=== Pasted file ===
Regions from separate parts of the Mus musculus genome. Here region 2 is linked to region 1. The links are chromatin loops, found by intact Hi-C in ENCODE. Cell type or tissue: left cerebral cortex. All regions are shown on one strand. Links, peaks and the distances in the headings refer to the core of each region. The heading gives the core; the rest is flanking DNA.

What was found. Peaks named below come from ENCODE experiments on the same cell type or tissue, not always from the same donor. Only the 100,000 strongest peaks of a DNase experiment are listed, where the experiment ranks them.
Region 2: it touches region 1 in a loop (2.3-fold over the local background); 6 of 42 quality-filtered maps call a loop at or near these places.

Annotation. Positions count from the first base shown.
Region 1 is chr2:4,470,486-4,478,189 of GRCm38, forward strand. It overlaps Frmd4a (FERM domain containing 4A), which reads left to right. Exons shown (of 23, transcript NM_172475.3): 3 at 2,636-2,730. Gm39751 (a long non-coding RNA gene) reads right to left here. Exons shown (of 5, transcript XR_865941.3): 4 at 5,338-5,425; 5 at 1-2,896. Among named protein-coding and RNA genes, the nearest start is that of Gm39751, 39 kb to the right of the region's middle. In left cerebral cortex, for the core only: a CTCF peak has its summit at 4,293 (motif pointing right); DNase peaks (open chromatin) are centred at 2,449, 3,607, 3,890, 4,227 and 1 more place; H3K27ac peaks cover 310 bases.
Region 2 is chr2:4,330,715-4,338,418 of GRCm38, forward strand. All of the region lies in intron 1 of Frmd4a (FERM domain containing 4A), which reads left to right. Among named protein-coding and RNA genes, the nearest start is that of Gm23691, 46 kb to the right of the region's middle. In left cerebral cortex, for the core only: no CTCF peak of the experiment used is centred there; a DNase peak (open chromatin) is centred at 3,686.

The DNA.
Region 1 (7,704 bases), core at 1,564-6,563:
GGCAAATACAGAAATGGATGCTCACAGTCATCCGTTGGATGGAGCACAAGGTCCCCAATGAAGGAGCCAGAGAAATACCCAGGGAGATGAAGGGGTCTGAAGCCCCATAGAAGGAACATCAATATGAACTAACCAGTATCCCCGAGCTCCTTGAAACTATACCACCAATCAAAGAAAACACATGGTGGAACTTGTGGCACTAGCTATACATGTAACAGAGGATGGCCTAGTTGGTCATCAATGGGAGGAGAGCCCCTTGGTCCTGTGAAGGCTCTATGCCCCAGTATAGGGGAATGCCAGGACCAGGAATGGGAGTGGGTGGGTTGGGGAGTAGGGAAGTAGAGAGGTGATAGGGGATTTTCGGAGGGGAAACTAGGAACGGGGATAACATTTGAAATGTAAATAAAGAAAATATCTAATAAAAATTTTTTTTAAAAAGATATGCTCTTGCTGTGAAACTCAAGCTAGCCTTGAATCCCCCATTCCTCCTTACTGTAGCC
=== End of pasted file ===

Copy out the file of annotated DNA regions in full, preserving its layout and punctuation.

Regions from separate parts of the Mus musculus genome. Here region 2 is linked to region 1. The links are chromatin loops, found by intact Hi-C in ENCODE. Cell type or tissue: left cerebral cortex. All regions are shown on one strand. Links, peaks and the distances in the headings refer to the core of each region. The heading gives the core; the rest is flanking DNA.

What was found. Peaks named below come from ENCODE experiments on the same cell type or tissue, not always from the same donor. Only the 100,000 strongest peaks of a DNase experiment are listed, where the experiment ranks them.
Region 2: it touches region 1 in a loop (2.3-fold over the local background); 6 of 42 quality-filtered maps call a loop at or near these places.

Annotation. Positions count from the first base shown.
Region 1 is chr2:4,470,486-4,478,189 of GRCm38, forward strand. It overlaps Frmd4a (FERM domain containing 4A), which reads left to right. Exons shown (of 23, transcript NM_172475.3): 3 at 2,636-2,730. Gm39751 (a long non-coding RNA gene) reads right to left here. Exons shown (of 5, transcript XR_865941.3): 4 at 5,338-5,425; 5 at 1-2,896. Among named protein-coding and RNA genes, the nearest start is that of Gm39751, 39 kb to the right of the region's middle. In left cerebral cortex, for the core only: a CTCF peak has its summit at 4,293 (motif pointing right); DNase peaks (open chromatin) are centred at 2,449, 3,607, 3,890, 4,227 and 1 more place; H3K27ac peaks cover 310 bases.
Region 2 is chr2:4,330,715-4,338,418 of GRCm38, forward strand. All of the region lies in intron 1 of Frmd4a (FERM domain containing 4A), which reads left to right. Among named protein-coding and RNA genes, the nearest start is that of Gm23691, 46 kb to the right of the region's middle. In left cerebral cortex, for the core only: no CTCF peak of the experiment used is centred there; a DNase peak (open chromatin) is centred at 3,686.

The DNA.
Region 1 (7,704 bases), core at 1,564-6,563:
GGCAAATACAGAAATGGATGCTCACAGTCATCCGTTGGATGGAGCACAAGGTCCCCAATGAAGGAGCCAGAGAAATACCCAGGGAGATGAAGGGGTCTGAAGCCCCATAGAAGGAACATCAATATGAACTAACCAGTATCCCCGAGCTCCTTGAAACTATACCACCAATCAAAGAAAACACATGGTGGAACTTGTGGCACTAGCTATACATGTAACAGAGGATGGCCTAGTTGGTCATCAATGGGAGGAGAGCCCCTTGGTCCTGTGAAGGCTCTATGCCCCAGTATAGGGGAATGCCAGGACCAGGAATGGGAGTGGGTGGGTTGGGGAGTAGGGAAGTAGAGAGGTGATAGGGGATTTTCGGAGGGGAAACTAGGAACGGGGATAACATTTGAAATGTAAATAAAGAAAATATCTAATAAAAATTTTTTTTAAAAAGATATGCTCTTGCTGTGAAACTCAAGCTAGCCTTGAATCCCCCATTCCTCCTTACTGTAGCC